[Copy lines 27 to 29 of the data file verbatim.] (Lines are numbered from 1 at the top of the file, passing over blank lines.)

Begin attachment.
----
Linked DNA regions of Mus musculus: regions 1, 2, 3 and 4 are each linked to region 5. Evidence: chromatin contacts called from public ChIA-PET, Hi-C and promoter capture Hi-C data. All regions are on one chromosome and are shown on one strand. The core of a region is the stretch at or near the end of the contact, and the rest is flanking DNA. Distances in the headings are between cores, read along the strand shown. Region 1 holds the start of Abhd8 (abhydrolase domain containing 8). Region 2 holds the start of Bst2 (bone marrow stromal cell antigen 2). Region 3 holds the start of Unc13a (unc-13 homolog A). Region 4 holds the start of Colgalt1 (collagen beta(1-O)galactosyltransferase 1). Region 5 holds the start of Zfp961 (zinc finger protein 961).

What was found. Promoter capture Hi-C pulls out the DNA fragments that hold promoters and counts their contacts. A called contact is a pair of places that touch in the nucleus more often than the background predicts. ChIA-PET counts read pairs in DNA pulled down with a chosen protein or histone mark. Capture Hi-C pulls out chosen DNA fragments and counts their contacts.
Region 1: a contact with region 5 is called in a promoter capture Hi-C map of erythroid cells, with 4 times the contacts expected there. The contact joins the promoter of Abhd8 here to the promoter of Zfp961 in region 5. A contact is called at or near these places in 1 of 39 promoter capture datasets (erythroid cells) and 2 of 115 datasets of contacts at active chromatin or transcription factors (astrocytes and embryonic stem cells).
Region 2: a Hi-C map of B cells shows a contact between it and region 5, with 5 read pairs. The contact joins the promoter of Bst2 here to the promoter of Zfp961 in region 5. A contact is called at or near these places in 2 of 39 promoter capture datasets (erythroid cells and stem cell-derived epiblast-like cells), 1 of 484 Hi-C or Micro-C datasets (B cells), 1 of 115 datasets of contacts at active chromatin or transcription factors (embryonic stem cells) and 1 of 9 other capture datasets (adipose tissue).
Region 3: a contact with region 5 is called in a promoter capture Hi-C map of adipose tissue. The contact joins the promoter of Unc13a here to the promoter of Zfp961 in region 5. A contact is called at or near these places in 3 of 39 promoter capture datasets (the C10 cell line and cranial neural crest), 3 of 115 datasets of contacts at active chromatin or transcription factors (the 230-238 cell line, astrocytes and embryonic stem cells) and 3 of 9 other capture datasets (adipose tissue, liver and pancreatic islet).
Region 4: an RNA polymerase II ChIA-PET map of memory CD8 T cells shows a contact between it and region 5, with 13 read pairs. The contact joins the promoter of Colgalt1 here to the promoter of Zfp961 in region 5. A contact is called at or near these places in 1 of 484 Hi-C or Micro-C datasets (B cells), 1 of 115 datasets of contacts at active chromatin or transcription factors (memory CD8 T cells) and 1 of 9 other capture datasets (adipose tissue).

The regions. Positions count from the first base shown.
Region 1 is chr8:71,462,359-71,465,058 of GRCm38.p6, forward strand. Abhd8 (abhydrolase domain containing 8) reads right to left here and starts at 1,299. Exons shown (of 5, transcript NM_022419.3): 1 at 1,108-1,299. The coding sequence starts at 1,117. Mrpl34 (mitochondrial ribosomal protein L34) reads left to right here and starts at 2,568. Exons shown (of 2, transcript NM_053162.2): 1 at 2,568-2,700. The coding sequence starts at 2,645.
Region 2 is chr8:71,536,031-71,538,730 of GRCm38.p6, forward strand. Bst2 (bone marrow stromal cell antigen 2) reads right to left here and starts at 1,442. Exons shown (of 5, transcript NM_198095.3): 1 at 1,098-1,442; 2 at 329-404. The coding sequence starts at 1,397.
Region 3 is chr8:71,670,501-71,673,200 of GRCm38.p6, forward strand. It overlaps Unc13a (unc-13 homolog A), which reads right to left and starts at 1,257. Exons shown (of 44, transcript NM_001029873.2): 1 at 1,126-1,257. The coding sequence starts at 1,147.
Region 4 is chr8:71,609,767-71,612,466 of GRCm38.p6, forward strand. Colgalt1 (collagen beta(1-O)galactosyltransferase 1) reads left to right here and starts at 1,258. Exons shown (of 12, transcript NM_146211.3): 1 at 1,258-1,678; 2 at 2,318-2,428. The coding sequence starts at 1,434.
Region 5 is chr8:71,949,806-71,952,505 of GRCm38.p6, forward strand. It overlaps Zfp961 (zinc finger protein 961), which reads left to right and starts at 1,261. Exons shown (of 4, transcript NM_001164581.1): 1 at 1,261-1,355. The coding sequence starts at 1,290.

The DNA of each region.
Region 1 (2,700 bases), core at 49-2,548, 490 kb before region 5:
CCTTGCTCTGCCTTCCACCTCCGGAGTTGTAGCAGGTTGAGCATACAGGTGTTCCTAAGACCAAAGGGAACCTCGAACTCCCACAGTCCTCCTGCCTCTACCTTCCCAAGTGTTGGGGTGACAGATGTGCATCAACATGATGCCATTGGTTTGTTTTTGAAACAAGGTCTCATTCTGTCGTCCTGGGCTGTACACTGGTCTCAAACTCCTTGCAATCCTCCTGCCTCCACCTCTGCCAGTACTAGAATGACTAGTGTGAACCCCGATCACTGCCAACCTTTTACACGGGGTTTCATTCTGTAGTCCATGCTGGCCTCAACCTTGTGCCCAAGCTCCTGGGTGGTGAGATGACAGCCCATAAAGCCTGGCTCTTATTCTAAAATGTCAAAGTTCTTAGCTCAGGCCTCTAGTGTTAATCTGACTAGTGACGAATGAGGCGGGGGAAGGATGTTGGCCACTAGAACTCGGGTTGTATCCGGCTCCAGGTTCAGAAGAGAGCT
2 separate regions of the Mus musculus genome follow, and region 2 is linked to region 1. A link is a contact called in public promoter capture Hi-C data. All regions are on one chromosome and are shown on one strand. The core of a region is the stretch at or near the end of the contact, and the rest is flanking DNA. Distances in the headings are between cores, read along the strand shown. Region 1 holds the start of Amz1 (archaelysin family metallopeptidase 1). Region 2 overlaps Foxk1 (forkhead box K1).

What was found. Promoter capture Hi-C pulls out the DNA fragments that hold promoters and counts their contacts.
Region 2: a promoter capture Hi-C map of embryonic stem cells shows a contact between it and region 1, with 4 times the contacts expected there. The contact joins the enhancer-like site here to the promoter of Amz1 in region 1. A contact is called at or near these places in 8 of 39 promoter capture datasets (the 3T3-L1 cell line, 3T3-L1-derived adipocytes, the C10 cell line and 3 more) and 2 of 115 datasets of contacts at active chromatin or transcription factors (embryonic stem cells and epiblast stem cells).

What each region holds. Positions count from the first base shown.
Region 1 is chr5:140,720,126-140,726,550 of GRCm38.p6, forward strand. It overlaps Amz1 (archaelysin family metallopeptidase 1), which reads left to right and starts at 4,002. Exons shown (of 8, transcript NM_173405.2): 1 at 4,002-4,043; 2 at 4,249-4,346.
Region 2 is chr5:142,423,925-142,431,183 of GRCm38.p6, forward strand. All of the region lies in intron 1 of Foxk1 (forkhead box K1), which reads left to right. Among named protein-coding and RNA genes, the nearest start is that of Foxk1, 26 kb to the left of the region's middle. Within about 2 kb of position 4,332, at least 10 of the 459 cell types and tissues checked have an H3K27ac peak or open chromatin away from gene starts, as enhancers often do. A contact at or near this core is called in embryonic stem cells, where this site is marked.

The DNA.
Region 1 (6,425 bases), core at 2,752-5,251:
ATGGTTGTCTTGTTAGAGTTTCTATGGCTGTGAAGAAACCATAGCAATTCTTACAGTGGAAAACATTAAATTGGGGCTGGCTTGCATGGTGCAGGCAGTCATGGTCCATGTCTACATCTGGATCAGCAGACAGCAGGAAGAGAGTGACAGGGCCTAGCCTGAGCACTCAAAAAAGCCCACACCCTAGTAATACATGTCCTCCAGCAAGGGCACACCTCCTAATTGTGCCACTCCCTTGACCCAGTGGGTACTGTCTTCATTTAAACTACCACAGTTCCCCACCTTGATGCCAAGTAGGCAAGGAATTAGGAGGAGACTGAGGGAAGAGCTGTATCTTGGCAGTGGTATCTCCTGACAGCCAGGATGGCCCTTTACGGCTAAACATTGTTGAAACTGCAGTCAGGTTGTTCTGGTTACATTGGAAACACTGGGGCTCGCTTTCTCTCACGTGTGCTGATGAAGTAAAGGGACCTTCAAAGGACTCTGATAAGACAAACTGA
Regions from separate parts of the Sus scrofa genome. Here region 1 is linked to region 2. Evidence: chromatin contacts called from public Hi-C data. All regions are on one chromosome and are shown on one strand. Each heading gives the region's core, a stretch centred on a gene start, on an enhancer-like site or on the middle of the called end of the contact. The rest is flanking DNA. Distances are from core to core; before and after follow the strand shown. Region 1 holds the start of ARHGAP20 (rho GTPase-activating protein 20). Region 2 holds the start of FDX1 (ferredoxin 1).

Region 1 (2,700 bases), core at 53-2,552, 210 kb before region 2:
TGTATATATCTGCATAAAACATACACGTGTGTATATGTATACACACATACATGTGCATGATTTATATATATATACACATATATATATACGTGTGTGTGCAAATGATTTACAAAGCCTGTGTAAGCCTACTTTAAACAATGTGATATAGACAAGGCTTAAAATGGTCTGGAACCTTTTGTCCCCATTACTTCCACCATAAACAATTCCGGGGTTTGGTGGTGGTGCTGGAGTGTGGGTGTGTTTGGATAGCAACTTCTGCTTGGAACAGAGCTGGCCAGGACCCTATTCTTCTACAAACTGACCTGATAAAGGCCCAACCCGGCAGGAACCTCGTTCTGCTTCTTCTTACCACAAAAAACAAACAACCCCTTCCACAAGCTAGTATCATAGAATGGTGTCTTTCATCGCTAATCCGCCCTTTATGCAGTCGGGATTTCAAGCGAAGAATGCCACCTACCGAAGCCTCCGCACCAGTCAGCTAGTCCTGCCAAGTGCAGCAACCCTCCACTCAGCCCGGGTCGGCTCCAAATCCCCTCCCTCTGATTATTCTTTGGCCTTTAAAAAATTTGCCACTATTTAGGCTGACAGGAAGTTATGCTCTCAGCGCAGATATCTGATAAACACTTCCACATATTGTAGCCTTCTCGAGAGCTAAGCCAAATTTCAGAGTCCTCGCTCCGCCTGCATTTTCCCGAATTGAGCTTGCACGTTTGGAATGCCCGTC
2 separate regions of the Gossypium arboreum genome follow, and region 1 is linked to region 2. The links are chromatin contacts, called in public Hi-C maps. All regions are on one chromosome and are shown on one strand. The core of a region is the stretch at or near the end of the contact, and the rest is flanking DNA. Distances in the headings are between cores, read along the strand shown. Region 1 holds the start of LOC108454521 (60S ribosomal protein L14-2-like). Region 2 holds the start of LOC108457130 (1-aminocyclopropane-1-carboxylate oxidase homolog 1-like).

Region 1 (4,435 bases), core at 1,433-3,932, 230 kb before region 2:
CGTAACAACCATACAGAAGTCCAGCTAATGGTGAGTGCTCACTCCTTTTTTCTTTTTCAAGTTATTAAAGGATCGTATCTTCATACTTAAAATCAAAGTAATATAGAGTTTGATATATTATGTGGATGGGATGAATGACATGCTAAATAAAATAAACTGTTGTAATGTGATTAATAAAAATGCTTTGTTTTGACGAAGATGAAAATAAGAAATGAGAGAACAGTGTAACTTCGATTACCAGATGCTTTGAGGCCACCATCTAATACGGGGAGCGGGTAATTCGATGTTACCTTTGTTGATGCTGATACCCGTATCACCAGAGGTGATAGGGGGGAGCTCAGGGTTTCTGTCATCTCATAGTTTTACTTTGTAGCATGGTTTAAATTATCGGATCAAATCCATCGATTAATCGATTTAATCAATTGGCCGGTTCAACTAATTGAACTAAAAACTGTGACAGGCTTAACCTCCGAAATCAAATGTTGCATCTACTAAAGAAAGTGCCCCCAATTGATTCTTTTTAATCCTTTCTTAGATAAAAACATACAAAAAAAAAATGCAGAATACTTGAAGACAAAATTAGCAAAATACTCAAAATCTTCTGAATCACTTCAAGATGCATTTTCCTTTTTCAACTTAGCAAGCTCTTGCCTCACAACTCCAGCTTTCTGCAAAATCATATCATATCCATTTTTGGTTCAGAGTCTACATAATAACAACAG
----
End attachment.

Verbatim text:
TGTATATATCTGCATAAAACATACACGTGTGTATATGTATACACACATACATGTGCATGATTTATATATATATACACATATATATATACGTGTGTGTGCAAATGATTTACAAAGCCTGTGTAAGCCTACTTTAAACAATGTGATATAGACAAGGCTTAAAATGGTCTGGAACCTTTTGTCCCCATTACTTCCACCATAAACAATTCCGGGGTTTGGTGGTGGTGCTGGAGTGTGGGTGTGTTTGGATAGCAACTTCTGCTTGGAACAGAGCTGGCCAGGACCCTATTCTTCTACAAACTGACCTGATAAAGGCCCAACCCGGCAGGAACCTCGTTCTGCTTCTTCTTACCACAAAAAACAAACAACCCCTTCCACAAGCTAGTATCATAGAATGGTGTCTTTCATCGCTAATCCGCCCTTTATGCAGTCGGGATTTCAAGCGAAGAATGCCACCTACCGAAGCCTCCGCACCAGTCAGCTAGTCCTGCCAAGTGCAGCAACCCTCCACTCAGCCCGGGTCGGCTCCAAATCCCCTCCCTCTGATTATTCTTTGGCCTTTAAAAAATTTGCCACTATTTAGGCTGACAGGAAGTTATGCTCTCAGCGCAGATATCTGATAAACACTTCCACATATTGTAGCCTTCTCGAGAGCTAAGCCAAATTTCAGAGTCCTCGCTCCGCCTGCATTTTCCCGAATTGAGCTTGCACGTTTGGAATGCCCGTC
2 separate regions of the Gossypium arboreum genome follow, and region 1 is linked to region 2. The links are chromatin contacts, called in public Hi-C maps. All regions are on one chromosome and are shown on one strand. The core of a region is the stretch at or near the end of the contact, and the rest is flanking DNA. Distances in the headings are between cores, read along the strand shown. Region 1 holds the start of LOC108454521 (60S ribosomal protein L14-2-like). Region 2 holds the start of LOC108457130 (1-aminocyclopropane-1-carboxylate oxidase homolog 1-like).

Region 1 (4,435 bases), core at 1,433-3,932, 230 kb before region 2: